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Just to add to this: rounding is a bit of a tricky function to handle though. Although I suppose one could obtain rounding behavior (en.wikipedia.org/wiki/Floor_and_ceiling_functions#Rounding) through the use of integer variables (switch between floor/ceiling functions depending on sign), which leads to MLD (Mixed Logical Dynamical) systems, which has been shown to be equivalent to PWAs in W. Heemels, B. D. Schutter, and A. Bemporad, "Equivalence of hybrid dynamical models", Automatica, vol. 37, no. 7, pp. 1085-1091, July 2001 –  Gilead Nov 10 '10 at 6:14

I would suggest searching for round-off error, floating-point representation and floating-point precision and numerical simulation of dynamical systems.

This is equivalent to doing numerical simulation computations using integers for all of the variables. Integers, short and long, signed and unsigned, are represented using a fixed number of bits in computational systems. Floating point numbers are also represented with a fixed number of bits, with a certain number allocation to the mantissa, and the remainder of bits allocated to the exponent in base $2$, representing what the mantissa is multiplied by

This is also equivalent to what must happen in fixed-digit or limited precision representation of floating point digits in any computerized simulation of any dynamical systems. The numerical simulation is only correct up to a certain number of digits, and the imprecision can build up rather quickly depending upon the variance of the elements of the matrix. Rounding occurs in every floating-point representation using a fixed number of bits; it just occurs at smaller magnitudes with larger number of bits used for the mantissa.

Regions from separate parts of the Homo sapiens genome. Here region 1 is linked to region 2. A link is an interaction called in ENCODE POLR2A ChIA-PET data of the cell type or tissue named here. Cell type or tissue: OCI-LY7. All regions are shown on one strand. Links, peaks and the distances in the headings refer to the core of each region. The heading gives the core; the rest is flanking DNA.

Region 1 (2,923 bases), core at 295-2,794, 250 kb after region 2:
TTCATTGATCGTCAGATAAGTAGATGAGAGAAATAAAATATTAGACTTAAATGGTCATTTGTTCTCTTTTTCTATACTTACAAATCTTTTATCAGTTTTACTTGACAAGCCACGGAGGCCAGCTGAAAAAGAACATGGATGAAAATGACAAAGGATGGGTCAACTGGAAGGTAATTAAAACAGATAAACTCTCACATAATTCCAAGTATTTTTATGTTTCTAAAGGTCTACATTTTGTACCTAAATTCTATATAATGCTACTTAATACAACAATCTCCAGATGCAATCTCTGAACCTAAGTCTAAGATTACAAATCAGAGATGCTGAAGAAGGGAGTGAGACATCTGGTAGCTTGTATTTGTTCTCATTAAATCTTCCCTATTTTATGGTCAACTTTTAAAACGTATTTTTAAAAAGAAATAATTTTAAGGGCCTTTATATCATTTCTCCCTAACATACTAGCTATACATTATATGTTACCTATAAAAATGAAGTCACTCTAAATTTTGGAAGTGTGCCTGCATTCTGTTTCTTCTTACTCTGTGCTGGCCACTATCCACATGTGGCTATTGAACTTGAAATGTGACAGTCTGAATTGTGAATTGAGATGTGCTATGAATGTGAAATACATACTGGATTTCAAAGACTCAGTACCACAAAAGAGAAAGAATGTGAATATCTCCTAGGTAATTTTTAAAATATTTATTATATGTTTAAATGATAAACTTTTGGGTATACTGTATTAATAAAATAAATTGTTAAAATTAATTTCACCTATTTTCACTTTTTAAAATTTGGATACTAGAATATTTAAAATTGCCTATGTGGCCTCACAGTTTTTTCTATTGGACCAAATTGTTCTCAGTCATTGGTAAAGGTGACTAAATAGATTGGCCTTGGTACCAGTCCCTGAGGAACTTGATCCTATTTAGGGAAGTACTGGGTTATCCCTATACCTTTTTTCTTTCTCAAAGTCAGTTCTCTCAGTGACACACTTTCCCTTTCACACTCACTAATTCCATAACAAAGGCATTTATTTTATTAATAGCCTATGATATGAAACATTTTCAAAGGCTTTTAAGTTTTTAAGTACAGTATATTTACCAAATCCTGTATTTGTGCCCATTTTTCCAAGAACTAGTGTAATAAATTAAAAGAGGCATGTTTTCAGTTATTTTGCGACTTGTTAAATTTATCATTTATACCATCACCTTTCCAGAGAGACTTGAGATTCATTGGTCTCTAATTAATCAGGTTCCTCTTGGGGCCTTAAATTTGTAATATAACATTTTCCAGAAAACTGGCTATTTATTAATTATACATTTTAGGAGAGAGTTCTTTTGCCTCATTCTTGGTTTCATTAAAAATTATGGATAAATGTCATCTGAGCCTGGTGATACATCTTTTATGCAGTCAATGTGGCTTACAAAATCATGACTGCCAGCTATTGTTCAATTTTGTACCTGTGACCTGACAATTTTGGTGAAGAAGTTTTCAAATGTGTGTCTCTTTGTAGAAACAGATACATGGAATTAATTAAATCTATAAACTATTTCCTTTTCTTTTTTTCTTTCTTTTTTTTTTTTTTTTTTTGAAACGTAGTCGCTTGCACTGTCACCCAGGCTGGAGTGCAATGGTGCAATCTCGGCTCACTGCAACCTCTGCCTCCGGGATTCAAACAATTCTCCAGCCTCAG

There are two points to consider:

  • fixed point errors in the numerical simulation (or round-off error), due to limited precision representation of floating point numbers or fixed-number-of-bits representation of integers

  • the dynamics of the system itself. The dynamics may be such that the sequence is diverging, and that the series will quicly go beyond the limit of what the numerical representation system is capable of dealing with: effectively hitting infinity (for the representation system) and not being able to go further. Even if the dynamics are such that the system is oscillatory or chaotic around an attractor, the round-off error in the numerical simulation may begin to dominate after a set number of iterations.

You will find a lot of literature about this from the 1950's and 1960's about matrix representations and matrix manipulations with computers, and a lot about this if you research floating-point representation standards.

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A simple example which leads to open questions (afaik) is $(x,y)->[(\frac{x}{2}-y,x)]$. Without the rounding, the orbit of a given point belongs to an ellipse $x^2-\frac{xy}2+y^2=k$. This rounded version is a bijection on $\mathbb{Z} \times \mathbb{Z}$. It seems likely that all orbits are finite, but afaik this is not known to be true. A relevant reference seems to be The arithmetic of discretized rotations .

Notes:

  1. This is not exactly in the form you request but it is equivalent since $A$ is the $0$ matrix.
  2. I recall a problem like this floating around Ohio State University in the late 80's although it may not have been exactly this.